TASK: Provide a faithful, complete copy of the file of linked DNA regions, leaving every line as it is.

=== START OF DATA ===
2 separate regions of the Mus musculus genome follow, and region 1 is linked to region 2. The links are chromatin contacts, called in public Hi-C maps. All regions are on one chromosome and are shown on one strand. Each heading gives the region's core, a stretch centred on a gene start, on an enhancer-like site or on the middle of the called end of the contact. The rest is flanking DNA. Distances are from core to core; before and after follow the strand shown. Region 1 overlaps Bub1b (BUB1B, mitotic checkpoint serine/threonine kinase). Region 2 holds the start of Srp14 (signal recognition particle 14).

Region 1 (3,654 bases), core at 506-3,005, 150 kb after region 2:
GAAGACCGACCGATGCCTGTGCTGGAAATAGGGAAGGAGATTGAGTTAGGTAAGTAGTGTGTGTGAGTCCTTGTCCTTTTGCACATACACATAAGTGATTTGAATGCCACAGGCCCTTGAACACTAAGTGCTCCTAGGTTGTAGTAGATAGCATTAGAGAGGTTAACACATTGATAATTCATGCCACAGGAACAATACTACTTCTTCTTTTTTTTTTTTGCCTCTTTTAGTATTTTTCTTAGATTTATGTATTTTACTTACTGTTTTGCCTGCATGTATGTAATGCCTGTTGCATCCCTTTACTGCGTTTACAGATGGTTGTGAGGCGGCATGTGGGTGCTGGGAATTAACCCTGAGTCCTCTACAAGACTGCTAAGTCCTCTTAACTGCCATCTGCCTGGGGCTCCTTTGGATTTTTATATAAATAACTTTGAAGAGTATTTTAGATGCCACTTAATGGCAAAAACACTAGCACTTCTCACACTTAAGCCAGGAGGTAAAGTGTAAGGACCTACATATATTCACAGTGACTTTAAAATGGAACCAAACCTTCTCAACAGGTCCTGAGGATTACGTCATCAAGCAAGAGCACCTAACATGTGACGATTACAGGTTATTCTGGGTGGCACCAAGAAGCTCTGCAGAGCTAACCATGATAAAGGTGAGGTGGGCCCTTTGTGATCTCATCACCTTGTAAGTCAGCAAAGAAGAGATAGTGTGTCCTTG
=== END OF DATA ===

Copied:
2 separate regions of the Mus musculus genome follow, and region 1 is linked to region 2. The links are chromatin contacts, called in public Hi-C maps. All regions are on one chromosome and are shown on one strand. Each heading gives the region's core, a stretch centred on a gene start, on an enhancer-like site or on the middle of the called end of the contact. The rest is flanking DNA. Distances are from core to core; before and after follow the strand shown. Region 1 overlaps Bub1b (BUB1B, mitotic checkpoint serine/threonine kinase). Region 2 holds the start of Srp14 (signal recognition particle 14).

Region 1 (3,654 bases), core at 506-3,005, 150 kb after region 2:
GAAGACCGACCGATGCCTGTGCTGGAAATAGGGAAGGAGATTGAGTTAGGTAAGTAGTGTGTGTGAGTCCTTGTCCTTTTGCACATACACATAAGTGATTTGAATGCCACAGGCCCTTGAACACTAAGTGCTCCTAGGTTGTAGTAGATAGCATTAGAGAGGTTAACACATTGATAATTCATGCCACAGGAACAATACTACTTCTTCTTTTTTTTTTTTGCCTCTTTTAGTATTTTTCTTAGATTTATGTATTTTACTTACTGTTTTGCCTGCATGTATGTAATGCCTGTTGCATCCCTTTACTGCGTTTACAGATGGTTGTGAGGCGGCATGTGGGTGCTGGGAATTAACCCTGAGTCCTCTACAAGACTGCTAAGTCCTCTTAACTGCCATCTGCCTGGGGCTCCTTTGGATTTTTATATAAATAACTTTGAAGAGTATTTTAGATGCCACTTAATGGCAAAAACACTAGCACTTCTCACACTTAAGCCAGGAGGTAAAGTGTAAGGACCTACATATATTCACAGTGACTTTAAAATGGAACCAAACCTTCTCAACAGGTCCTGAGGATTACGTCATCAAGCAAGAGCACCTAACATGTGACGATTACAGGTTATTCTGGGTGGCACCAAGAAGCTCTGCAGAGCTAACCATGATAAAGGTGAGGTGGGCCCTTTGTGATCTCATCACCTTGTAAGTCAGCAAAGAAGAGATAGTGTGTCCTTG